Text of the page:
In fact, it took HBO nearly 16 years of producing its own material before it became a major player at the Emmys, finally breaking through in the late '90s with "The Sopranos" and the miniseries "From the Earth to the Moon."
Netflix, which notched only one win last year for David Fincher's directing of the "House of Cards" pilot, is in a much stronger position this time around.
Gold Derby editors believe Robin Wright has an 80 percent chance of victory in the best dramatic actress category for her Lady Macbeth-inspired performance in "House of Cards," and Ricky Gervais is a slight favorite to edge William H. Macy ("Shameless") and Jim Parsons ("The Big Bang Theory") in the best comedic actor race for his surprisingly sentimental turn in "Derek."
"Orange Is the New Black," which led all comedies with 12 nominations, is certain to make some sort of splash, even if it's only in the guest supporting actress category, where it owns three of the six slots, with Uzo Aduba being the clear front-runner.
But Netflix isn't only playing a role in its own shows. O'Neil believes that "Breaking Bad" and "Game of Thrones" picked up steam in later seasons largely because people were using the streaming service to watch past episodes.
"By the time people caught up, those shows were cool," he said.
Netflix's decision to switch its emphasis from DVD-by-mail to streaming and adding original content has paid off financially, too.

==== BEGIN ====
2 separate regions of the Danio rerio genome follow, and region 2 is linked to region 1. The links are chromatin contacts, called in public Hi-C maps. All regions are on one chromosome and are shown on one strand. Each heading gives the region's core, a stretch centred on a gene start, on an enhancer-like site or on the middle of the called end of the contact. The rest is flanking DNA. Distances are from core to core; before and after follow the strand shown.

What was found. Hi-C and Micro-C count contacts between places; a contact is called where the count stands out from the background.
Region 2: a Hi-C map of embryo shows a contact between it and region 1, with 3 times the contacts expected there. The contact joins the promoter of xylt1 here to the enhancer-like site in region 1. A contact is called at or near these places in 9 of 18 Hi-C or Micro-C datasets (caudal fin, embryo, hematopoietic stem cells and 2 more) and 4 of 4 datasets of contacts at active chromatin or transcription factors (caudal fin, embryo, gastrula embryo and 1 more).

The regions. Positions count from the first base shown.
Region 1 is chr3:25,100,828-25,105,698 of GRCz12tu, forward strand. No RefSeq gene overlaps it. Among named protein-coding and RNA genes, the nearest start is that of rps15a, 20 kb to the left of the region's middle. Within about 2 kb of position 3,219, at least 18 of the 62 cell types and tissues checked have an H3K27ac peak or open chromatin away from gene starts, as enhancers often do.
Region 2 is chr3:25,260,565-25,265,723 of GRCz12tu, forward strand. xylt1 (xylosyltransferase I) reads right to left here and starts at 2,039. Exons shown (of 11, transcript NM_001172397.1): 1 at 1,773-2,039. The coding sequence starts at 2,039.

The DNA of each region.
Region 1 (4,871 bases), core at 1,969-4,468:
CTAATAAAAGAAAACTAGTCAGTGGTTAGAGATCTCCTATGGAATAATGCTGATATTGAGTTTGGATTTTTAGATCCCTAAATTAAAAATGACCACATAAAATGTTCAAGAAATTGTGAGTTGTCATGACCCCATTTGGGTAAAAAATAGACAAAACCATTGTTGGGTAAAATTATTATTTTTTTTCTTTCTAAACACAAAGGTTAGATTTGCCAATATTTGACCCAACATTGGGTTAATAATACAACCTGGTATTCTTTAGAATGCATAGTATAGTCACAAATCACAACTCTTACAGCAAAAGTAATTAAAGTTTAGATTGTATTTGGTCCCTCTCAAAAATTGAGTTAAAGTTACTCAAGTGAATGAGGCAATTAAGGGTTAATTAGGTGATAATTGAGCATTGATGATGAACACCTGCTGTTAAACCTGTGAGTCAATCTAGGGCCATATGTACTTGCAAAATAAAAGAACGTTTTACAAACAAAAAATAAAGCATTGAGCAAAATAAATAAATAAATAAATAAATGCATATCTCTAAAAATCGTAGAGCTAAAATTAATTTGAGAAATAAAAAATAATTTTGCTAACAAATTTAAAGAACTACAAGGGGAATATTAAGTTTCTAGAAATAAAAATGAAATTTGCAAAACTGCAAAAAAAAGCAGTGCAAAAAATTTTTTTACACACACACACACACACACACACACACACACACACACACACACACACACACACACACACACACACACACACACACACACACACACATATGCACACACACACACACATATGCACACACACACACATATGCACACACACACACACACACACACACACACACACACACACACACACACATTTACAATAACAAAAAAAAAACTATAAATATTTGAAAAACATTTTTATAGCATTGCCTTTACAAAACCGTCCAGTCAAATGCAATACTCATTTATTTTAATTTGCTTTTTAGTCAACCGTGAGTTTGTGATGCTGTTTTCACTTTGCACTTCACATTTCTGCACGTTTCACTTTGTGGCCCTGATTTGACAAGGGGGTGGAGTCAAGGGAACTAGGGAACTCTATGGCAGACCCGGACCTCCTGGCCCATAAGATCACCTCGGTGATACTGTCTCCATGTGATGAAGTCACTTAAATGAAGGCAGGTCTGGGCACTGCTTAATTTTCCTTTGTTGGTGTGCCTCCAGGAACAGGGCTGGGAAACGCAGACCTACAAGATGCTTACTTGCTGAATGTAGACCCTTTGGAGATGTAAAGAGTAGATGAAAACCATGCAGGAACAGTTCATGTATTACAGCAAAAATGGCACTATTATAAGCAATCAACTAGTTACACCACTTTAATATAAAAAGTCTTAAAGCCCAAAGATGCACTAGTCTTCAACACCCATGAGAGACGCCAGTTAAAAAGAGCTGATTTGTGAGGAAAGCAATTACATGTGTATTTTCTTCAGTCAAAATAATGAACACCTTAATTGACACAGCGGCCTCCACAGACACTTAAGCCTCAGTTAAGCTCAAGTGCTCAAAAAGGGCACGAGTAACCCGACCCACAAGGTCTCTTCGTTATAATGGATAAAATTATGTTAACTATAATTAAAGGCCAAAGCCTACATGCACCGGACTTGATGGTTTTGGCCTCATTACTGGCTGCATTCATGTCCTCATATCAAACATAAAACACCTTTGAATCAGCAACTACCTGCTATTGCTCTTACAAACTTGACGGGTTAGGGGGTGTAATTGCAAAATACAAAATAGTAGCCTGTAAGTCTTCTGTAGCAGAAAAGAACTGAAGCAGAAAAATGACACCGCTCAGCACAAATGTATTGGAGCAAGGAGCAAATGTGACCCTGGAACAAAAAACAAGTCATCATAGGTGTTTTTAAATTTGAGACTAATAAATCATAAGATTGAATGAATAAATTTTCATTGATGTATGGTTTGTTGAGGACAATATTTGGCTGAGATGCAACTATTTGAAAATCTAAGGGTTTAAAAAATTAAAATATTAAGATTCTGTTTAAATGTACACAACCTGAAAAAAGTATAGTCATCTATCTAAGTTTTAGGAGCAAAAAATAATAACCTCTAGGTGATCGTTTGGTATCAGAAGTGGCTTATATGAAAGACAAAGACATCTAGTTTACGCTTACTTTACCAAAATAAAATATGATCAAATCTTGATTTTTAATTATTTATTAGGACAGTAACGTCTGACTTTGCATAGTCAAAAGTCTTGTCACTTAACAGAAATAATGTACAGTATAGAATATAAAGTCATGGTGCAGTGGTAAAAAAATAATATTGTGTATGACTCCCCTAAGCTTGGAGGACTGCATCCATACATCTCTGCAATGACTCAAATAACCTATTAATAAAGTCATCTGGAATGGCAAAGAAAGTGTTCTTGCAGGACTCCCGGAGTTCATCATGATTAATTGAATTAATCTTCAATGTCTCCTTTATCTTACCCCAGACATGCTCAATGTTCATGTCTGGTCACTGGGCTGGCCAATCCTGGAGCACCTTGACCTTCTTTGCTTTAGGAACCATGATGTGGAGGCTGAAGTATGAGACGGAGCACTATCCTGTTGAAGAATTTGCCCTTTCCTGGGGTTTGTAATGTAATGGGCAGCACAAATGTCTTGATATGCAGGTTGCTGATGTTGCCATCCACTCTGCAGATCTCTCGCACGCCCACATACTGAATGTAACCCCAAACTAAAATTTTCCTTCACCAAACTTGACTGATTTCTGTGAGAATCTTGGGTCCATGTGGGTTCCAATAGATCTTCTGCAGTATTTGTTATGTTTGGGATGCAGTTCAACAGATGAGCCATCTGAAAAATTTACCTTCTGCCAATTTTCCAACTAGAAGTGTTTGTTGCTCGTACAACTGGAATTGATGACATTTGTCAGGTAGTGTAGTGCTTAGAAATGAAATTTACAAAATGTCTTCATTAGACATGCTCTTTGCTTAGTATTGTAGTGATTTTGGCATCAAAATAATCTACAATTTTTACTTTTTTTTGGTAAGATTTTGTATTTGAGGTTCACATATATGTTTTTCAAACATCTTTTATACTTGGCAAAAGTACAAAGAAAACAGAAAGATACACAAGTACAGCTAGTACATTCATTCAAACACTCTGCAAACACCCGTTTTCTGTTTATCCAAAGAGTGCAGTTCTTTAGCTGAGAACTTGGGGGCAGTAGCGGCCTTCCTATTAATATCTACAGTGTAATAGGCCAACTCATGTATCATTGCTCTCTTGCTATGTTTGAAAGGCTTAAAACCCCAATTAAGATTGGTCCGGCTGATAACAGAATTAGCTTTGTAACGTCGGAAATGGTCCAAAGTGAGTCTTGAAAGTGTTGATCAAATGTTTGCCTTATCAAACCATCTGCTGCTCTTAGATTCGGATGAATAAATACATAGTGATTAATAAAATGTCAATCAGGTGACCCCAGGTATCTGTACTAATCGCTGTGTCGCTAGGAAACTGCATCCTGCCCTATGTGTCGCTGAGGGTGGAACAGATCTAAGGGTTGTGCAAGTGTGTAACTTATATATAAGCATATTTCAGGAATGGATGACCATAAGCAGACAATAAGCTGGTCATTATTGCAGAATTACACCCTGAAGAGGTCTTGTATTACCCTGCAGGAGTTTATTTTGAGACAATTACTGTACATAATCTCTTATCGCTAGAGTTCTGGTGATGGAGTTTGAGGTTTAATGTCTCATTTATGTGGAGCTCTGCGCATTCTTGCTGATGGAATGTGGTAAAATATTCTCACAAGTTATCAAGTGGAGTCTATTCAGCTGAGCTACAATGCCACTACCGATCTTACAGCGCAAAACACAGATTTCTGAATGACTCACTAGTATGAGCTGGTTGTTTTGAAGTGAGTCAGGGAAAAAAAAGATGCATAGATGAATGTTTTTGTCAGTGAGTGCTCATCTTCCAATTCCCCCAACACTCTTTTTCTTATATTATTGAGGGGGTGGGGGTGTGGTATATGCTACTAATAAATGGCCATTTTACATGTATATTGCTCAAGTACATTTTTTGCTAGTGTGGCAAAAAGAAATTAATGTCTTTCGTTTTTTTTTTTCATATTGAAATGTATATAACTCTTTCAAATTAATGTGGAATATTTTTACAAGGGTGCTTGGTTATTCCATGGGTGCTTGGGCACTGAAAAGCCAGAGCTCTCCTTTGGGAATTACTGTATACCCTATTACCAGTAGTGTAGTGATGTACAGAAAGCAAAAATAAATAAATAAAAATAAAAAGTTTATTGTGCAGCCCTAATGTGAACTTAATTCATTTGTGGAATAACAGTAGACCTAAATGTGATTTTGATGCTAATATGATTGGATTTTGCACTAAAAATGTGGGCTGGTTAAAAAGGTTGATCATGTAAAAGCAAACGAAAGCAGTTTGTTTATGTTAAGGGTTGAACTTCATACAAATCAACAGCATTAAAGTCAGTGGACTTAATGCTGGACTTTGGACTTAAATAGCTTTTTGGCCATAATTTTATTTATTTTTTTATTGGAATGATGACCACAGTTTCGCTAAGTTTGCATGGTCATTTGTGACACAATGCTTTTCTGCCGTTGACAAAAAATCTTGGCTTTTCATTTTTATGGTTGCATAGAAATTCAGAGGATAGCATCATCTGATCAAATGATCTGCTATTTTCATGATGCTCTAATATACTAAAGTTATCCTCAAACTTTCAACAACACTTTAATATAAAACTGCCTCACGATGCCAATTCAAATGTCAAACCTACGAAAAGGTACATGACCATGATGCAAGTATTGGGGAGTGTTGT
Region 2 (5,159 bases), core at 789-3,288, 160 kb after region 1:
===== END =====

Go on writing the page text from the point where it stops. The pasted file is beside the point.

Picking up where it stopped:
According to Forbes, Netflix revenues since 2007 have risen an average of 23.6 percent a year to $4.4 billion. The company is expected to deliver new earnings results on Monday.
Netflix gains are the networks' woes, at least once it comes to awards season. For the third season in a row, not a single show from the five major broadcasters earned a nod in the outstanding drama category. Many would argue, with good reason, that "The Good Wife" deserved a spot this year. But the truth is that Emmy voters want to go to the dance with the bad boy - and right now, that isn't CBS.
"There's an upscale snob factor across the board," said O'Neil, pointing out that "The West Wing" and "L.A. Law" were Emmy favorites, while a blue-collar comedy like "Roseanne" was largely ignored. "Netflix can do 'House of Cards,' which, like 'The Sopranos,' is a dangerous show to market. Meanwhile, networks have to play to the lowest denominator with crime procedurals."
If Netflix is enjoying a moment, it should also remember that being cool lasts only so long. For all we know, next year's party could be celebrating Hulu.